Canberra tips in $25m to roll out 400 EV charging stations
Energy billionaire Trevor St Baker’s electric vehicle-charging company Evie Networks and fuel giant Ampol are among the winning bidders for the first round of Commonwealth grants to boost the roll-out of fast-charging stations across the country.
On Friday, the Morrison government will announce the five recepients of the first round of $25 million under the Australian Renewable Energy Agency’s “Future Fuels Fund”, aimed at increasing charging infrastructure in the hope of driving a greater uptake of electric vehicles.
Governments have begun investing more in supporting the greater development of electric car-charging infrastructure as “range anxiety” – the fear of being stranded and unable to recharge – is a commonly cited barrier to a greater uptake of zero-emissions vehicles
Evie Networks, owned by the St Baker Energy Innovation Fund, will receive $8.85 million, the biggest share of the funding pool.
Mr St Baker, whose energy interests also include the Vales Point coal-fired power plant in NSW, said Evie would use the funds to develop 158 charging stations for electric vehicles (EVs) in every capital city.
“We are now contracted and committed to 300 fast-charging stations across Australia within the next two years,” he said.
“In the highways, we are building chargers that can supply up to 300 kilometres in 10 minutes … in the cities, the standard is chargers that are between 50 and 80 kilometres in 10 minutes.”
Other recipients of the funding include ASX-listed fuel supplier Ampol with $7.05 million, French utilities giant Engie with $6.85 million, Chargefox with $1.4 million and Electric Highways Tasmania with $400,000.
Australia lags many countries in the transition to battery-powered cars (less than 1 per cent of Australia’s new car sales are EVs) but power companies and automakers say falling battery costs mean a tipping point is fast-approaching.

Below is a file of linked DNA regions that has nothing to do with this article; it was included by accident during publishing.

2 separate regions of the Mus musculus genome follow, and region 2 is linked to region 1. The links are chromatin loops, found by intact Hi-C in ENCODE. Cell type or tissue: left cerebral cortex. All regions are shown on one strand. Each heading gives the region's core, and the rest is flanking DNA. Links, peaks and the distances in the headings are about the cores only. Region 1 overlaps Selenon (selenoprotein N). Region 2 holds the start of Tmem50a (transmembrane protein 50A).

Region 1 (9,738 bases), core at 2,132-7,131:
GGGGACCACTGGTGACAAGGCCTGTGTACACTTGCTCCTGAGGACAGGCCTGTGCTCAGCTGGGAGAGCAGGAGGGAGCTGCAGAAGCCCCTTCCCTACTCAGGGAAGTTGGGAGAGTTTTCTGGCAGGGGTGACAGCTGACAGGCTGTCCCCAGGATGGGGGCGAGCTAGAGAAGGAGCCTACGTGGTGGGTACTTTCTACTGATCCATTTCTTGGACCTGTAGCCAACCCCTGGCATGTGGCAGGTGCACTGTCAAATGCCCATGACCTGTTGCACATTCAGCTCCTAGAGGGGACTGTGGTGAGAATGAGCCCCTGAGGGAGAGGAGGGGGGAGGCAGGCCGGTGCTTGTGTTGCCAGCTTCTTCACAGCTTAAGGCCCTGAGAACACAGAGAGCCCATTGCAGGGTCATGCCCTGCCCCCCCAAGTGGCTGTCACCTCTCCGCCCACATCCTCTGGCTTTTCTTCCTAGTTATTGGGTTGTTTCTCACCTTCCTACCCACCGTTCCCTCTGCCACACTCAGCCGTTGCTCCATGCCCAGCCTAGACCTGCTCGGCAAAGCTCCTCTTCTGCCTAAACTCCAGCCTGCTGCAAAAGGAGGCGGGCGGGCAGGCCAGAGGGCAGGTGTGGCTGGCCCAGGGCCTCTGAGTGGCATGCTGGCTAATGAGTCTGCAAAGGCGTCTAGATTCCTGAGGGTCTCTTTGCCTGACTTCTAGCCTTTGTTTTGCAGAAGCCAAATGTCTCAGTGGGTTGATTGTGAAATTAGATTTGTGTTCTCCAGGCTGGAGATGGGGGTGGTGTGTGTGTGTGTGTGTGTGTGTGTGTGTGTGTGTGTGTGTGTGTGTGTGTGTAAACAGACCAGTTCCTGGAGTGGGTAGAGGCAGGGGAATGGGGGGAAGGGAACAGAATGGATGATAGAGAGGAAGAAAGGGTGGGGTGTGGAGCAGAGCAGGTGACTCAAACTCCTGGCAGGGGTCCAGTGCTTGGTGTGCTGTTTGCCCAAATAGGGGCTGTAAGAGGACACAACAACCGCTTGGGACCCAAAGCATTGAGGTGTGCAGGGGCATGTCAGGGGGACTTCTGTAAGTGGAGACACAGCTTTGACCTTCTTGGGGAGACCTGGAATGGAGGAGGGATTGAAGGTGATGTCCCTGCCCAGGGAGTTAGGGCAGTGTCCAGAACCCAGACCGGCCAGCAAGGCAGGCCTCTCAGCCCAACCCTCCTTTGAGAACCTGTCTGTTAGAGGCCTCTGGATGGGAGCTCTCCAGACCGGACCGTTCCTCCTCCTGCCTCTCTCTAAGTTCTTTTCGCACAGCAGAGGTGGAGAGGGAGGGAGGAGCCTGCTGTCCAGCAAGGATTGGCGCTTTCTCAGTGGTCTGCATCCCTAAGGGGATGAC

The Victorian government has set a target for electric vehicles to account for 50 per cent of new sales by 2030 and subsidies of up to $3000 for buyers, while NSW last month also announced a $3000 upfront discount and said it would waive stamp duty for buyers.
orists embrace the increasing range of technologies available.
“The government is focused on ensuring Australians can drive their preferred choice of vehicle – be that petrol, diesel, hydrogen or electric-powered,” Mr Taylor said.
“Projects funded under the Future Fuels Fund will significantly expand Australia’s fast-charging network, providing broader coverage, reducing range anxiety and minimising blackspots.”
Evie Networks said it placed a multimillion-dollar order for the supply of fast-charging equipment with Tritium, Mr St Baker’s majority-owned EV charging manufacturer. Brisbane-based Tritium, the world’s second largest fast-charger supplier, is set to list on America’s NASDAQ stock exchange.
Mr St Baker welcomed this week’s ARENA funding announcement, but called on Canberra to make transport electrification a far greater priority.
“This small Future Fuels fund is a very small outlay to try and incentivise competing EV fast-charging networks,” he said.
Extracted from The Sydney Morning Herald